Something good did come of the letter, however, as I was contacted by Heather Moffett after she read it. She invited me to her yard and showed me a kinder way to ride. I was overjoyed to see gentle riding, respectful treatment of horses and students, and most importantly horses who were joyful in their work. Most of what I know now is thanks to Heather who is still my mentor. Heather has contacted the BHS on numerous occasions offering to help with overhauling the education system, but to no avail. 

This is my experience, and I tried very hard to find a better way within the BHS. I am not saying that all BHS instructors are trained in this way, but my experience tells me that the majority are. I did qualify a long time ago so perhaps things have changed, but the latest BHS promotional videos seem to still be showing this style of riding which suggest they haven't. From what I have heard and experienced, the instructor training system is similar in many other countries as well. 

Of course, there are many other reasons for the issues highlighted by Helgstrand .. relating to culture and judging, and the nature of competitions, as well as greed and the perceived desire of the public to see bigger and flashier movement.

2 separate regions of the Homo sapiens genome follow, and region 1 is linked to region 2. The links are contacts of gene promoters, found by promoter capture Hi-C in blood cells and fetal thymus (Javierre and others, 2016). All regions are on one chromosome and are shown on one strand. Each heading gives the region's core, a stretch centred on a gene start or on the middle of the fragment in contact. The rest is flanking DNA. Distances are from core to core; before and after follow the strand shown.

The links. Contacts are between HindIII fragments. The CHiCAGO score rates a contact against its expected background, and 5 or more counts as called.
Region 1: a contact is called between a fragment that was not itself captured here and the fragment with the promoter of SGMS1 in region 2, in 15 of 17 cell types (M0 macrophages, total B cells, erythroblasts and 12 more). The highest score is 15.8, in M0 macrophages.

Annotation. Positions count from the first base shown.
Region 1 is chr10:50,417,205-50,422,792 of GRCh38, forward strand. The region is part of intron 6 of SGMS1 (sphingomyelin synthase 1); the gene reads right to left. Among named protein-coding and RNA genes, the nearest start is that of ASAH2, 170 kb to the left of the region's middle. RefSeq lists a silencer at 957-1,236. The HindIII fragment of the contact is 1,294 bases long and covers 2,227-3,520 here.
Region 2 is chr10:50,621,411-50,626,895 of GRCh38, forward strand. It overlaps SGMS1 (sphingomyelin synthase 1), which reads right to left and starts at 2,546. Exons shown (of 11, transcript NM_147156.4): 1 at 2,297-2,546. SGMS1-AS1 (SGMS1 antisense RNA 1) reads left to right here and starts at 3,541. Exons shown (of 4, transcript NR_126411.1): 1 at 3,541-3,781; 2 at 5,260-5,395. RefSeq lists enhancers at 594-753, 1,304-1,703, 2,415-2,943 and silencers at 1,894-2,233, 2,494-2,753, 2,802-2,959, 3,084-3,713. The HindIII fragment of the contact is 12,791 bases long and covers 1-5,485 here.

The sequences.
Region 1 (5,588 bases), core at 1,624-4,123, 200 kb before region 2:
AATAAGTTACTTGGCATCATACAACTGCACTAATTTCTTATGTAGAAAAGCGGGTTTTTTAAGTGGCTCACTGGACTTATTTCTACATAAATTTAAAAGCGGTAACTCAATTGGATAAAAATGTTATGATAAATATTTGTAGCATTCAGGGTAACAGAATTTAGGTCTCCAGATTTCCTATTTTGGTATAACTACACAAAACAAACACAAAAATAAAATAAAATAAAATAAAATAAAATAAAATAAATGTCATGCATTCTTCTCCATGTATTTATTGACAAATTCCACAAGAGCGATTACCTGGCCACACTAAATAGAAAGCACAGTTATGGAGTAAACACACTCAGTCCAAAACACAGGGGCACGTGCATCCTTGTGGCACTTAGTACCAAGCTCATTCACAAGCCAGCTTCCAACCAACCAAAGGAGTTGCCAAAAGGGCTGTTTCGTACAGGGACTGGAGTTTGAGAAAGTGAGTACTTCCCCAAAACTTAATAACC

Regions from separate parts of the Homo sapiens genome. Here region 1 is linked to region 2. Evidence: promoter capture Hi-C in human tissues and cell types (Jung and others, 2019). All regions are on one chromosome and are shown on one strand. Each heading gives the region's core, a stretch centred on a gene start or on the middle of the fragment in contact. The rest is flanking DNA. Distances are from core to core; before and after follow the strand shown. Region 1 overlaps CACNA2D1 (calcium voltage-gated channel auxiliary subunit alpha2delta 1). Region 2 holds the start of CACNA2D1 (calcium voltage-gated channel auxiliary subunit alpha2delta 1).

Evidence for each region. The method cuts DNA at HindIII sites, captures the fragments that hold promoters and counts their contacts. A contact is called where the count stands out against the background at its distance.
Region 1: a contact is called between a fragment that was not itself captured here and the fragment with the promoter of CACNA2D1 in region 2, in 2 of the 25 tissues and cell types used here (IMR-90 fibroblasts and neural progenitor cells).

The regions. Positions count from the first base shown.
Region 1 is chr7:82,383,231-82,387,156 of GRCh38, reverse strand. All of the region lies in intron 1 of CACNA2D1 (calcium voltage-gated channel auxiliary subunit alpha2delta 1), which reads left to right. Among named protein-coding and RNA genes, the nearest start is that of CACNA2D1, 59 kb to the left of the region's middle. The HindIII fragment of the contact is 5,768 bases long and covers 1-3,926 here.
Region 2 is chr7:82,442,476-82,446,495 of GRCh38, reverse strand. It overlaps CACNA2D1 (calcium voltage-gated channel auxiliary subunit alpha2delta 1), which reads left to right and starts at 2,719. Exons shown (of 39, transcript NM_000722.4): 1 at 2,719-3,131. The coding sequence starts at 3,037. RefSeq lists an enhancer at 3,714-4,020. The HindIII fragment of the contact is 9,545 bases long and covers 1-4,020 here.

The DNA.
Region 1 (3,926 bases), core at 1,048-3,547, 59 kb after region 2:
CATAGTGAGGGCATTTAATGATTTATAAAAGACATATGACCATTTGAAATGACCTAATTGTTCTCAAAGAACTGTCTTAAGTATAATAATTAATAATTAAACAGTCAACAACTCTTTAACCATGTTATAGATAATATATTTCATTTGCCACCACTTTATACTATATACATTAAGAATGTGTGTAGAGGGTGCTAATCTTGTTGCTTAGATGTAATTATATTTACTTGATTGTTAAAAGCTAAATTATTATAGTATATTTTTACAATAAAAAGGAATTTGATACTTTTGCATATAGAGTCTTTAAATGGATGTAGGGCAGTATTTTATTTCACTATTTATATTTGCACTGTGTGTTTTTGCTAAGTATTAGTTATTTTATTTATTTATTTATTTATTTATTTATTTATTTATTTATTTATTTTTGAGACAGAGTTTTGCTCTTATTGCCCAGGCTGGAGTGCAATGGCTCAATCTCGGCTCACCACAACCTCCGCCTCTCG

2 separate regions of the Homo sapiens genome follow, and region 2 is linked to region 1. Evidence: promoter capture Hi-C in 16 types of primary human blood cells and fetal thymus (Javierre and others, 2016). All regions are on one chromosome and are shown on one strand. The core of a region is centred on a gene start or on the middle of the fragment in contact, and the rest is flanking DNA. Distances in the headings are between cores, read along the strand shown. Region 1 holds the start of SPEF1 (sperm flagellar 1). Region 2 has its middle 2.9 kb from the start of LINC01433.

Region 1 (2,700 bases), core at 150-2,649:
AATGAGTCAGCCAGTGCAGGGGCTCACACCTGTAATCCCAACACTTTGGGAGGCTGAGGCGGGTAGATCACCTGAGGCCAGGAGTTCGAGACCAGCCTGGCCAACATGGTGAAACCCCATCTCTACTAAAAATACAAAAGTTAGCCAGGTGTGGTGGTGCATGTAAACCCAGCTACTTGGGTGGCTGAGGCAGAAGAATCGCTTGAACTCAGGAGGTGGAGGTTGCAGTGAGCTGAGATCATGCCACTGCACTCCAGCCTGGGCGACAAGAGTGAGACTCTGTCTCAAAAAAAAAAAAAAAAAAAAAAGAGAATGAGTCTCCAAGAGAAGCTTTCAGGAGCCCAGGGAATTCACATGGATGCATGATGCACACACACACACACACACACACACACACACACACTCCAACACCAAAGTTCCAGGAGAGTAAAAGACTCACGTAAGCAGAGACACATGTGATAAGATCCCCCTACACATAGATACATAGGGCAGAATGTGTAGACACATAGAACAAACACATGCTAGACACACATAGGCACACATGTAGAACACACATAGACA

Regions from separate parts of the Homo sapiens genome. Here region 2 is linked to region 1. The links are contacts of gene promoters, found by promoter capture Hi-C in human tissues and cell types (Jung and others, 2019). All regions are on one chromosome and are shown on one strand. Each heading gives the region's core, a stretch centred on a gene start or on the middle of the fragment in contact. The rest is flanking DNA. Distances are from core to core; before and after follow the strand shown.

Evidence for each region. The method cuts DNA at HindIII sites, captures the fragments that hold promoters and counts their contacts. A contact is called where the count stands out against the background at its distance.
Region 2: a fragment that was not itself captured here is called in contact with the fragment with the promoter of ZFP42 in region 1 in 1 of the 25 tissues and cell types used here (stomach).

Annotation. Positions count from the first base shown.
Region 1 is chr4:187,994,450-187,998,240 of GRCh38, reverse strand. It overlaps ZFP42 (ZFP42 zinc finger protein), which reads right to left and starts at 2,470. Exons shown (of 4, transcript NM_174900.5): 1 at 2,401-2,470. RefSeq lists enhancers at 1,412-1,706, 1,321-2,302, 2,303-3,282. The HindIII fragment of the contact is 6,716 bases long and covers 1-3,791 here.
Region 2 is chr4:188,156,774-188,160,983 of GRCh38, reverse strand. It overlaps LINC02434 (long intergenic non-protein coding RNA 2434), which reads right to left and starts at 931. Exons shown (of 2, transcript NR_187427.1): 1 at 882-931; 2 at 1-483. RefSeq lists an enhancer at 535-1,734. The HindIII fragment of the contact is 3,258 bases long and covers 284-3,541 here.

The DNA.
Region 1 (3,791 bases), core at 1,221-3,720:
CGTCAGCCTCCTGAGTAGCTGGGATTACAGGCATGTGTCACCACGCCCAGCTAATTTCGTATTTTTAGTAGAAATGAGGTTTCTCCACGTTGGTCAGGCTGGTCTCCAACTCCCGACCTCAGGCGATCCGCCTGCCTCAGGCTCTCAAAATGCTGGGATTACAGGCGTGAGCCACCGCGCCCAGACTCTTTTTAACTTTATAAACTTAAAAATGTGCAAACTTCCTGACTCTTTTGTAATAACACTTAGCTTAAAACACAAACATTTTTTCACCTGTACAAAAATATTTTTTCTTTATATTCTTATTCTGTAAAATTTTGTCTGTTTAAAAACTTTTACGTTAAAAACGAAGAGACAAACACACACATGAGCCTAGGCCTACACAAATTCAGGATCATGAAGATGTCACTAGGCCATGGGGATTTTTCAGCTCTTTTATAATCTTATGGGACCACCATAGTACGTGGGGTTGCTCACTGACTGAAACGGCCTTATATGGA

My usual strategy nowadays is to forget about what I don’t like and focus on what I do like. It feels so overwhelming to think of all the horse abuse that is going on. I am less than perfect, and I believe I can make the most impact by being honest with myself and challenging myself to do better.  This makes a much bigger impact than worrying about what everyone else is doing wrong. Every day when I train my horses, I try to be honest with myself about whether I am being true to my values. Could that training session have been better – am I always prioritising my horse’s enjoyment and the physical benefit to the horse of the work (I try to but sometimes I make a mistake). Did I ride for too long and keep trying something for too long when I should have gone away and figured out why the horse wasn’t able to do what I was asking? I am so grateful that now, free from the expectation of competition or exams, I am able to examine my own practices every day and take a path that feels right for me. 

I would like to encourage everybody to question if something doesn’t feel right. If you are a student, question your coach. A good coach encourages questioning. If they discourage questions, or worst belittle you for asking, then they are the wrong coach. There are good coaches out there who teach a kinder and gentler way. They are not always qualified. It is well worth the hunt. 

Photo: My absolute number one thing that I look for to judge whether work is ethical and beneficial is the horse’s facial expression.